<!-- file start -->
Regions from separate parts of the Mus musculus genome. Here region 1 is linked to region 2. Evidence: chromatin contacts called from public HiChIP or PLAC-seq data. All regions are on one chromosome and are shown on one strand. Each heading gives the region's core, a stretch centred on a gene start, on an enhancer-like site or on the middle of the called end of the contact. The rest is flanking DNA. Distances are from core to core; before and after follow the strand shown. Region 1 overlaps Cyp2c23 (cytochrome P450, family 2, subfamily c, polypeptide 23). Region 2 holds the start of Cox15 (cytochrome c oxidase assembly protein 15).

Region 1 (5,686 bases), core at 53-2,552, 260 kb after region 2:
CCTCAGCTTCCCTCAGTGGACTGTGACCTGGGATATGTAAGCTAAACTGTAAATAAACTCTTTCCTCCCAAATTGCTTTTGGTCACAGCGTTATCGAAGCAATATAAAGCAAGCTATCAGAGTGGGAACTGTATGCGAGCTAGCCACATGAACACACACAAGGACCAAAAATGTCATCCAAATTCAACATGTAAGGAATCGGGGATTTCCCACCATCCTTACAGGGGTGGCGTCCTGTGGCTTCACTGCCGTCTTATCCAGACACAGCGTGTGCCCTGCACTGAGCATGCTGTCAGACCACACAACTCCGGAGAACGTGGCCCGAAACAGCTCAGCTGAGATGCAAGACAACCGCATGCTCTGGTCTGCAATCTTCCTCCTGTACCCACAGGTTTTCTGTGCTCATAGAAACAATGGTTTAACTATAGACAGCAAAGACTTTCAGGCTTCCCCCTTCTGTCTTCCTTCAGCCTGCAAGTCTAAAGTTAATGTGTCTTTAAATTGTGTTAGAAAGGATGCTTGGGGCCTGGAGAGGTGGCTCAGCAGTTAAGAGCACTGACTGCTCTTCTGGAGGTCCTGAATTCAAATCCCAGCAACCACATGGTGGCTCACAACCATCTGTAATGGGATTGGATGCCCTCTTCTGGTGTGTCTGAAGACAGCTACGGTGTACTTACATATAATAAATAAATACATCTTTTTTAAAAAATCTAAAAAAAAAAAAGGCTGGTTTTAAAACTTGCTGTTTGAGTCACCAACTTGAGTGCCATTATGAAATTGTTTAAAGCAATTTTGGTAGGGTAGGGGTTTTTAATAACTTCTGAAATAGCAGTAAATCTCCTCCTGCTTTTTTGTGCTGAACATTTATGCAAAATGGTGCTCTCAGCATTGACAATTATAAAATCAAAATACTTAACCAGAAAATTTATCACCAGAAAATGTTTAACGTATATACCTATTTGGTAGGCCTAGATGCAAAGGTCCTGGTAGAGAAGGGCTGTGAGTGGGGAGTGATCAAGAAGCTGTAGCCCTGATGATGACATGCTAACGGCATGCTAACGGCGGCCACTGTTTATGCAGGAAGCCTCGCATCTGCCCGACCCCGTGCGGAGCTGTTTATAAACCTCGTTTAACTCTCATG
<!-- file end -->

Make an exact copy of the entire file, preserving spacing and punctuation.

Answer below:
Regions from separate parts of the Mus musculus genome. Here region 1 is linked to region 2. Evidence: chromatin contacts called from public HiChIP or PLAC-seq data. All regions are on one chromosome and are shown on one strand. Each heading gives the region's core, a stretch centred on a gene start, on an enhancer-like site or on the middle of the called end of the contact. The rest is flanking DNA. Distances are from core to core; before and after follow the strand shown. Region 1 overlaps Cyp2c23 (cytochrome P450, family 2, subfamily c, polypeptide 23). Region 2 holds the start of Cox15 (cytochrome c oxidase assembly protein 15).

Region 1 (5,686 bases), core at 53-2,552, 260 kb after region 2:
CCTCAGCTTCCCTCAGTGGACTGTGACCTGGGATATGTAAGCTAAACTGTAAATAAACTCTTTCCTCCCAAATTGCTTTTGGTCACAGCGTTATCGAAGCAATATAAAGCAAGCTATCAGAGTGGGAACTGTATGCGAGCTAGCCACATGAACACACACAAGGACCAAAAATGTCATCCAAATTCAACATGTAAGGAATCGGGGATTTCCCACCATCCTTACAGGGGTGGCGTCCTGTGGCTTCACTGCCGTCTTATCCAGACACAGCGTGTGCCCTGCACTGAGCATGCTGTCAGACCACACAACTCCGGAGAACGTGGCCCGAAACAGCTCAGCTGAGATGCAAGACAACCGCATGCTCTGGTCTGCAATCTTCCTCCTGTACCCACAGGTTTTCTGTGCTCATAGAAACAATGGTTTAACTATAGACAGCAAAGACTTTCAGGCTTCCCCCTTCTGTCTTCCTTCAGCCTGCAAGTCTAAAGTTAATGTGTCTTTAAATTGTGTTAGAAAGGATGCTTGGGGCCTGGAGAGGTGGCTCAGCAGTTAAGAGCACTGACTGCTCTTCTGGAGGTCCTGAATTCAAATCCCAGCAACCACATGGTGGCTCACAACCATCTGTAATGGGATTGGATGCCCTCTTCTGGTGTGTCTGAAGACAGCTACGGTGTACTTACATATAATAAATAAATACATCTTTTTTAAAAAATCTAAAAAAAAAAAAGGCTGGTTTTAAAACTTGCTGTTTGAGTCACCAACTTGAGTGCCATTATGAAATTGTTTAAAGCAATTTTGGTAGGGTAGGGGTTTTTAATAACTTCTGAAATAGCAGTAAATCTCCTCCTGCTTTTTTGTGCTGAACATTTATGCAAAATGGTGCTCTCAGCATTGACAATTATAAAATCAAAATACTTAACCAGAAAATTTATCACCAGAAAATGTTTAACGTATATACCTATTTGGTAGGCCTAGATGCAAAGGTCCTGGTAGAGAAGGGCTGTGAGTGGGGAGTGATCAAGAAGCTGTAGCCCTGATGATGACATGCTAACGGCATGCTAACGGCGGCCACTGTTTATGCAGGAAGCCTCGCATCTGCCCGACCCCGTGCGGAGCTGTTTATAAACCTCGTTTAACTCTCATG